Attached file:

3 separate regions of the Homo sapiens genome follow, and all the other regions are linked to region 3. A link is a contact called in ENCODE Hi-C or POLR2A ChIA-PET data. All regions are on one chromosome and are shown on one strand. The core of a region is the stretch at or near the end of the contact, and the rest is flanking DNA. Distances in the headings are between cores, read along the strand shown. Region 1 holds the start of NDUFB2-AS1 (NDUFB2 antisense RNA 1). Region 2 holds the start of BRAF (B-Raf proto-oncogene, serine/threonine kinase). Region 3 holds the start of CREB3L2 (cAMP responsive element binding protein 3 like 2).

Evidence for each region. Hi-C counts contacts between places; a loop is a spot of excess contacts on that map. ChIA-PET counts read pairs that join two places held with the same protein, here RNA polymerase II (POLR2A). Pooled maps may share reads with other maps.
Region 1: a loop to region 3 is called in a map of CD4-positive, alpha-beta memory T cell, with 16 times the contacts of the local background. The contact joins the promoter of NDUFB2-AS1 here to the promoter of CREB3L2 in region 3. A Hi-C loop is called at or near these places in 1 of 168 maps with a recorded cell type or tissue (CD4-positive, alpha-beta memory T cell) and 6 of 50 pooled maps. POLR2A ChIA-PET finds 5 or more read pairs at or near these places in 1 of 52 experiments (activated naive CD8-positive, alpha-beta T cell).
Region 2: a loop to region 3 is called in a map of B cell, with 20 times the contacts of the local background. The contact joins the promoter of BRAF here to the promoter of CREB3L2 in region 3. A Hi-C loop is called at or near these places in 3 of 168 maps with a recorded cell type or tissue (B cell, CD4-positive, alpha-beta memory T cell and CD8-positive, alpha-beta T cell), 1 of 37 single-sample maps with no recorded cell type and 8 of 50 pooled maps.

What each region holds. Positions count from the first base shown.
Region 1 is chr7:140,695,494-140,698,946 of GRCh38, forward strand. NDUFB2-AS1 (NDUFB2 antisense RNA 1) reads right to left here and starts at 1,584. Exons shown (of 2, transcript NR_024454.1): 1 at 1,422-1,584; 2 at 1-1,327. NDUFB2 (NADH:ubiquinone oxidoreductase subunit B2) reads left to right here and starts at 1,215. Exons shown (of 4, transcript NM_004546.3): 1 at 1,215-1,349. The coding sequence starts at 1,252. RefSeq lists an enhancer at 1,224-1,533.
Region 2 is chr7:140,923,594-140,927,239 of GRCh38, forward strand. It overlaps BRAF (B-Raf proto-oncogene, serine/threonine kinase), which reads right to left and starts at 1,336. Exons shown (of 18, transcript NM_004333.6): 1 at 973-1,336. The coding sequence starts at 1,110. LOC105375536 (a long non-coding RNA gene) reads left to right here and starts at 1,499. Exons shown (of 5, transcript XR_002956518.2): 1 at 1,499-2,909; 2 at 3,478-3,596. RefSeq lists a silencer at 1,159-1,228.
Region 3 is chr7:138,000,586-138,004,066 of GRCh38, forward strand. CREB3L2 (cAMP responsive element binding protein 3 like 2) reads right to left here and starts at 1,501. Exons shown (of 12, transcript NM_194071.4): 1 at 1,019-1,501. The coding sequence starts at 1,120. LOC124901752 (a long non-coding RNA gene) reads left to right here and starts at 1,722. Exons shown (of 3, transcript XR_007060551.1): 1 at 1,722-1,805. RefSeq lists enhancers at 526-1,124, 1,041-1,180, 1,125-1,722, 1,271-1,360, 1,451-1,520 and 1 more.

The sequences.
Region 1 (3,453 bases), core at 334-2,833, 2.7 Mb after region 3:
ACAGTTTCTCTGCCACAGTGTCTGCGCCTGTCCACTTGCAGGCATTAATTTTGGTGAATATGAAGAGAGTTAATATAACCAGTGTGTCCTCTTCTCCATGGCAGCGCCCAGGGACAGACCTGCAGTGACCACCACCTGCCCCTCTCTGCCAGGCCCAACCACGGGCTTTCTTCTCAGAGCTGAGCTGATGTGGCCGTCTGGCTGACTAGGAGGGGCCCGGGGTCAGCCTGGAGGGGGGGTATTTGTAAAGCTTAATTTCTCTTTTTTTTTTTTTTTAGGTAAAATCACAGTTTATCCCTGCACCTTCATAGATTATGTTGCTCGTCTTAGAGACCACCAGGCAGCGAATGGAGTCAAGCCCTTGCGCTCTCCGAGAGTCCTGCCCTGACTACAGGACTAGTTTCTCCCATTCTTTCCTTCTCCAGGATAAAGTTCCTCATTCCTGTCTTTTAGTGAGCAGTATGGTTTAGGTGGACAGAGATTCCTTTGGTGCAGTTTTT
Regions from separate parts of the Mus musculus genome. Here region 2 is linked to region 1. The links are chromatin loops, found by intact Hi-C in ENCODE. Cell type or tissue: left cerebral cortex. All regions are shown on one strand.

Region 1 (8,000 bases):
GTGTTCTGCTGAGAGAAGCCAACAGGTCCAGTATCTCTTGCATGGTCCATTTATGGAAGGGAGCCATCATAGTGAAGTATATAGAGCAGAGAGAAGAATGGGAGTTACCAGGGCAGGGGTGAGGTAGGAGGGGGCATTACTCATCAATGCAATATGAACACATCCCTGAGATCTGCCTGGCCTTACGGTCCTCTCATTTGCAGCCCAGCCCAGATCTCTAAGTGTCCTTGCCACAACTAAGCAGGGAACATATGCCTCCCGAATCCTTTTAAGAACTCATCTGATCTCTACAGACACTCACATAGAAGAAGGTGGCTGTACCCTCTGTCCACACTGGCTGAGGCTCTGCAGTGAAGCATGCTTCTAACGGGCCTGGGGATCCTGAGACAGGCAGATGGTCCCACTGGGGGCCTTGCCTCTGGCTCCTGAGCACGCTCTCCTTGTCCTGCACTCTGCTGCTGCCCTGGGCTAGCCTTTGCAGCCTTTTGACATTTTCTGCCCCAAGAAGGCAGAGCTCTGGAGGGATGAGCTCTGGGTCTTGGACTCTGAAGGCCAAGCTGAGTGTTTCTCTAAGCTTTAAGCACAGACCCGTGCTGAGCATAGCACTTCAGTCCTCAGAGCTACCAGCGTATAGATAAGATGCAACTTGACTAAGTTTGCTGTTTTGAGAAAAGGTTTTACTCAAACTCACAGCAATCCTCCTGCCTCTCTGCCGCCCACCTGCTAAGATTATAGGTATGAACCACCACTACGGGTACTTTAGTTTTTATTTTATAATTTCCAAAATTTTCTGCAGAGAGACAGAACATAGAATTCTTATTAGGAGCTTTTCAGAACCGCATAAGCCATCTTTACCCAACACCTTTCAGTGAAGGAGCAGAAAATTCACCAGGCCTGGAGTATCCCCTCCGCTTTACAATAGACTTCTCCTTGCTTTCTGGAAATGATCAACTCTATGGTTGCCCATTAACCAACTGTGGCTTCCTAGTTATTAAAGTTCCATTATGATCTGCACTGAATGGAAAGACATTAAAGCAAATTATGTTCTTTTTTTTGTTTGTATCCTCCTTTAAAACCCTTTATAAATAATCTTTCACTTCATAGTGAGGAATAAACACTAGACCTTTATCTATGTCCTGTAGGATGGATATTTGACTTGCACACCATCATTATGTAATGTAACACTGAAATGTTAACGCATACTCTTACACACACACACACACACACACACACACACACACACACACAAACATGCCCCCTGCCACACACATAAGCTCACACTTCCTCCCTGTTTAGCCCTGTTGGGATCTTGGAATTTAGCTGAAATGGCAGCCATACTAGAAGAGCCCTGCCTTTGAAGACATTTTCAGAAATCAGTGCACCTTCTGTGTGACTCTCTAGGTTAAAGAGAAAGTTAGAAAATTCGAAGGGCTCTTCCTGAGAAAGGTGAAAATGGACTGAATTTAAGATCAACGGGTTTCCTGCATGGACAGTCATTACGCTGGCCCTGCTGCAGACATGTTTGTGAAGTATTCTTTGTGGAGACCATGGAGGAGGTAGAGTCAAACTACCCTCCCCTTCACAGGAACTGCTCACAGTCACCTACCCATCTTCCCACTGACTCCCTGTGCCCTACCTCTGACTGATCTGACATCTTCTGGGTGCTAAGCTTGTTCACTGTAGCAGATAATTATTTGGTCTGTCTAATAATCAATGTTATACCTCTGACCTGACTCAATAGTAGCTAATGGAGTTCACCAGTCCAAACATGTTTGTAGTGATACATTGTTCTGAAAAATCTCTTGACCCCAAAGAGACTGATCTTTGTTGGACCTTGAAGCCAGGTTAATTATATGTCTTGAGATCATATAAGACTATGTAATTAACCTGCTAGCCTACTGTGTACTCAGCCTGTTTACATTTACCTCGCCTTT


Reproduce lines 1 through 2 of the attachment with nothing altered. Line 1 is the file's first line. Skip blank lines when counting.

3 separate regions of the Homo sapiens genome follow, and all the other regions are linked to region 3. A link is a contact called in ENCODE Hi-C or POLR2A ChIA-PET data. All regions are on one chromosome and are shown on one strand. The core of a region is the stretch at or near the end of the contact, and the rest is flanking DNA. Distances in the headings are between cores, read along the strand shown. Region 1 holds the start of NDUFB2-AS1 (NDUFB2 antisense RNA 1). Region 2 holds the start of BRAF (B-Raf proto-oncogene, serine/threonine kinase). Region 3 holds the start of CREB3L2 (cAMP responsive element binding protein 3 like 2).

Evidence for each region. Hi-C counts contacts between places; a loop is a spot of excess contacts on that map. ChIA-PET counts read pairs that join two places held with the same protein, here RNA polymerase II (POLR2A). Pooled maps may share reads with other maps.